The Underground Railroad strained relations between the North, which generally favored abolition, and the South, which thought the escapes amounted to theft of their property. The question of slavery led to the Civil War, this nation's bloodiest conflict.
Throughout the years, the dramatic slave escapes have been romanticized in literature.
At the time, the novel Uncle Tom's Cabin by Harriet Beecher Stowe recounted the plight of slaves seeking freedom and galvanized the abolitionist movement.
In 1988, Toni Morrison's novel Beloved won the Pulitzer Prize for its story of a Cincinnati-area woman who kills her own daughter rather than see her captured by slave catchers.
Professor Horton said "there is a great deal of excitement in the scholarly community" about the museum, and he is planning a major symposium on the Underground Railroad next year in the Queen City.
Mr. Horton also said he hoped that museum will help modern Americans come to understand its multiracial past.
"The hunger for freedom in the human spirit is a message for our time," he said.
Mr. Rigaud said that after today's announcement, the group will have architects draw up specific designs and it will try to nail down the exact location of the museum. Once it has a definite site, it will begin soliciting companies and individuals for donations to pay for construction.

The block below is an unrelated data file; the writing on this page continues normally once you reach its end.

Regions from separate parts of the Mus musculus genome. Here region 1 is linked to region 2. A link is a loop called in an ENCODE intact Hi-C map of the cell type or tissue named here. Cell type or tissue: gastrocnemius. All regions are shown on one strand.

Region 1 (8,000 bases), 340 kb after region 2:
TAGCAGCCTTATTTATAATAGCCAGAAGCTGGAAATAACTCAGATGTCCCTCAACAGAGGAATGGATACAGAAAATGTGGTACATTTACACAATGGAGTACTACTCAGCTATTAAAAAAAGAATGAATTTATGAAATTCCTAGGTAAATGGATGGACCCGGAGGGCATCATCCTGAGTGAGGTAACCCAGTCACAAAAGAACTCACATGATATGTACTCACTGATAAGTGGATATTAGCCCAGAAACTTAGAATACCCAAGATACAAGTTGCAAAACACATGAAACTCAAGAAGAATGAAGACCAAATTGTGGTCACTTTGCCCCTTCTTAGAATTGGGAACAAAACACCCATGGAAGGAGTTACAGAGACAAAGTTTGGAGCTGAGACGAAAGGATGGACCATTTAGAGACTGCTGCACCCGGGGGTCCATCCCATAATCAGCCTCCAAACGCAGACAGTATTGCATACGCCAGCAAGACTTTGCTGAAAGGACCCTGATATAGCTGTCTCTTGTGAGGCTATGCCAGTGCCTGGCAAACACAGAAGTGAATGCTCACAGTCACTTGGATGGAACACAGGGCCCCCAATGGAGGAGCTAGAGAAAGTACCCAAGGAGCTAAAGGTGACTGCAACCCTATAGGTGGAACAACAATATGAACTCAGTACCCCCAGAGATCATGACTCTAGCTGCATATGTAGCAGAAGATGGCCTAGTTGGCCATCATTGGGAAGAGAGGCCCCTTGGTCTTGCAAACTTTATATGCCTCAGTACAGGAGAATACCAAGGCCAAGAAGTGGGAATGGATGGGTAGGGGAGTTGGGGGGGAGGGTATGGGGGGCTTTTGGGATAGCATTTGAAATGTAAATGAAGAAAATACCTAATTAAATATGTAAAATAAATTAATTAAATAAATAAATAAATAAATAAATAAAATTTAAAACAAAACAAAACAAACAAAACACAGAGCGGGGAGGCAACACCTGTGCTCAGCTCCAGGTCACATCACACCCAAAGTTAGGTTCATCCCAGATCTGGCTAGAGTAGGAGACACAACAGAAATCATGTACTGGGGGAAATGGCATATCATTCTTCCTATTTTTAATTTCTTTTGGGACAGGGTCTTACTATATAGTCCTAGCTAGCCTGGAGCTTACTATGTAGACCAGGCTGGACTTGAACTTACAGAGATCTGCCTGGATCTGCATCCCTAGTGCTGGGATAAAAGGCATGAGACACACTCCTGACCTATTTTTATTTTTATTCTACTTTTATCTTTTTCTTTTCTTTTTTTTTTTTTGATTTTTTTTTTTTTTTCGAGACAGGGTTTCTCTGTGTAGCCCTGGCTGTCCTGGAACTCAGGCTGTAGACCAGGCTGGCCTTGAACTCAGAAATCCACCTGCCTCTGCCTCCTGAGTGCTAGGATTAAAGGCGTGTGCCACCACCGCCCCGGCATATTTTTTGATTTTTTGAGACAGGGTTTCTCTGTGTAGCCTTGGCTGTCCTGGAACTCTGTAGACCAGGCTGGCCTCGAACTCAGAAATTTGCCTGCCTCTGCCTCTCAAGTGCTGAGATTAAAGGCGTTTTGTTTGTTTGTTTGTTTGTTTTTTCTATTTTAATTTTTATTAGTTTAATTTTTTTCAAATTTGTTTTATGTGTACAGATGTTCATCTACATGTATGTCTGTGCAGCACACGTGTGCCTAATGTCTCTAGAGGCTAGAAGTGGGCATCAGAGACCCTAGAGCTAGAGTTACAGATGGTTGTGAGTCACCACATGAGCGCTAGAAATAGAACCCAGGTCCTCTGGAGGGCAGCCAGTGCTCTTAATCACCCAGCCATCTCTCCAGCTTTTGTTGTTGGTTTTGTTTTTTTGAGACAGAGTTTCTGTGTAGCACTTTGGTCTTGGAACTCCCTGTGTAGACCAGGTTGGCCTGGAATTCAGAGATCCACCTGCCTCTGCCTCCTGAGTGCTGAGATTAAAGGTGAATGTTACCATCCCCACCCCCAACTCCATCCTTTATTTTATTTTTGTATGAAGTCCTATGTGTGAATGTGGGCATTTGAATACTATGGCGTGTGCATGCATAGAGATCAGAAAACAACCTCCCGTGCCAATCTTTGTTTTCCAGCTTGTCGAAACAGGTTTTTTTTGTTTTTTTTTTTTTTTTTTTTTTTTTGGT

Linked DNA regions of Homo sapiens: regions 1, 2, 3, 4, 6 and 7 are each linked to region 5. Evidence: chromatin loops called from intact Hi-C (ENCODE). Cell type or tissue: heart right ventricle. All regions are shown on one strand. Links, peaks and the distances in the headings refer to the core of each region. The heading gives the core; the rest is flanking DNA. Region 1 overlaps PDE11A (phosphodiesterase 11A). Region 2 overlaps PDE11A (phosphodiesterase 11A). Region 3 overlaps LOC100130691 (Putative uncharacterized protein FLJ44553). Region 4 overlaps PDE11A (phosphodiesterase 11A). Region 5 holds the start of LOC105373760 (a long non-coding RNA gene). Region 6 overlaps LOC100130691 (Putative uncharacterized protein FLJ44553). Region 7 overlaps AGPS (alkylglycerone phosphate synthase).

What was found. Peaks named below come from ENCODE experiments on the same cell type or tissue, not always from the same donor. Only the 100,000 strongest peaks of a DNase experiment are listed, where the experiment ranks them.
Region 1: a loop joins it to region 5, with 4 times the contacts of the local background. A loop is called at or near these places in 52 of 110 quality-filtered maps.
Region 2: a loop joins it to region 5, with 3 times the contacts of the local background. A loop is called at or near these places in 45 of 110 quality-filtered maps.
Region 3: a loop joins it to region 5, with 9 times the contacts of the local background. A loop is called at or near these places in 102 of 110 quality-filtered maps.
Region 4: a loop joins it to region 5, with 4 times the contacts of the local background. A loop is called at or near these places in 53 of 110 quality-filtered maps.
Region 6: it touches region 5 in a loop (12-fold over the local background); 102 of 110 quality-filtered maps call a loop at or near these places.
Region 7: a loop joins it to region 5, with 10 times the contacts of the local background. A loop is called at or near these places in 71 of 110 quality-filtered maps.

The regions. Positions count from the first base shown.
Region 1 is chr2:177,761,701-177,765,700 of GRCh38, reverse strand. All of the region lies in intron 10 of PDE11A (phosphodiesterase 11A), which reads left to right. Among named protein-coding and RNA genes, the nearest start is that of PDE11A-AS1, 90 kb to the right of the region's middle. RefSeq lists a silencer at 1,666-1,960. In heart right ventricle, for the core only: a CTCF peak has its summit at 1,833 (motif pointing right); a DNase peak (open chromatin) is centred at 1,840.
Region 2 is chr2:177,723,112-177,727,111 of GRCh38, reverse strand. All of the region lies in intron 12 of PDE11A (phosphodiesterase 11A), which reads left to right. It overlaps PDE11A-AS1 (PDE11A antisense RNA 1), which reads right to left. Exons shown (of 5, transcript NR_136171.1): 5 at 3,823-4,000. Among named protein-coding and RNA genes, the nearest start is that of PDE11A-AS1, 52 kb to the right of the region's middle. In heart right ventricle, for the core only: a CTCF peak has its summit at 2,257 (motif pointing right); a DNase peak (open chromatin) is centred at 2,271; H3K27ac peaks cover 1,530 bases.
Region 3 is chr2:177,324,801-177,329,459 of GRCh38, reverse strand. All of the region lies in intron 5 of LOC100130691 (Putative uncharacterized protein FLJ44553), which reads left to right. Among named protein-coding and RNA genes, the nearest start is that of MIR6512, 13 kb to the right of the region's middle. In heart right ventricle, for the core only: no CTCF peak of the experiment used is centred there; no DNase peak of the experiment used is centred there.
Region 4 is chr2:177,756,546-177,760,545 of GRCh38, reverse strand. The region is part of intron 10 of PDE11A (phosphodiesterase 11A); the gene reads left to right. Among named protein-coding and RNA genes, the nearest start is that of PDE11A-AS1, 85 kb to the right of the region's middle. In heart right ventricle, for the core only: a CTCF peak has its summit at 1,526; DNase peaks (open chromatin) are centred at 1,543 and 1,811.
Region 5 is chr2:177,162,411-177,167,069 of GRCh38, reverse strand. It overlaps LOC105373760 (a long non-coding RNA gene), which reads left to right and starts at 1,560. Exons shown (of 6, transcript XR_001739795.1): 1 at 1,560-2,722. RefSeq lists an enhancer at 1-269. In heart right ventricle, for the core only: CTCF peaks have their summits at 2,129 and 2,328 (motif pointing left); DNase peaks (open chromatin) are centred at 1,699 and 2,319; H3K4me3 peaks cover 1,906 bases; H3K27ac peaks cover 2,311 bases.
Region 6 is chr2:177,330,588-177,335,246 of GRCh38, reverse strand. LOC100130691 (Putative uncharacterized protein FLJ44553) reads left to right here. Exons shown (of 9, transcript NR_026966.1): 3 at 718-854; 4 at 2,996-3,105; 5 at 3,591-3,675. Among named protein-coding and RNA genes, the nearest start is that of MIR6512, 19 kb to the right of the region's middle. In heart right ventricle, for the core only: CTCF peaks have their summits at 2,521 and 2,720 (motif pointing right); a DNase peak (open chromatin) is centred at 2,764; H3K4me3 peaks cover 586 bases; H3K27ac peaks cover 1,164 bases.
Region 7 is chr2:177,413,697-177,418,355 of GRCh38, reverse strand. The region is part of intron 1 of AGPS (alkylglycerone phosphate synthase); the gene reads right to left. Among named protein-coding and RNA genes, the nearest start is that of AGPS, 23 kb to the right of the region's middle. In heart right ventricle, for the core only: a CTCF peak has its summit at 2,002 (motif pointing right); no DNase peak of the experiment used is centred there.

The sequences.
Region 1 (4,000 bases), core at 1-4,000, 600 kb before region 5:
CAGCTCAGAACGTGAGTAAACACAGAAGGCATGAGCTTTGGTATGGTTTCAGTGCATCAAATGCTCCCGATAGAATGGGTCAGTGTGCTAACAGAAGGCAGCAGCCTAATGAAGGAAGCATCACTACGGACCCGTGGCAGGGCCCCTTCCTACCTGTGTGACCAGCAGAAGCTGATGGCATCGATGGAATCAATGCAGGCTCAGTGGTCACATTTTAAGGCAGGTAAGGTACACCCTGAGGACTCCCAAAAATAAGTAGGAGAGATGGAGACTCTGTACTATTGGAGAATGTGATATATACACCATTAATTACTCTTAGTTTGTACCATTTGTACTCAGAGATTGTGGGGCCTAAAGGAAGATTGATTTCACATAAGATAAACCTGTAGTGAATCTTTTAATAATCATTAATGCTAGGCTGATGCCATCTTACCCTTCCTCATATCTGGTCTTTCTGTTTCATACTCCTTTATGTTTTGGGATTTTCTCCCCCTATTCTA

He said the group needs about $1 million to get that design work done and to begin the campaign.
So far, several local companies and individuals have given money to the committee, including United Dairy Farmers, Cincinnati Bell, attorney Stanley Chesley and The Enquirer.
Bob Wehling, president of the Procter & Gamble Fund, said he was sure the museum will raise enough money to open.
"This community always steps up to the plate to get the important things done," he said.
Greater Cincinnati sites mark the line of liberty for runaway slaves
Feb. 7, 1997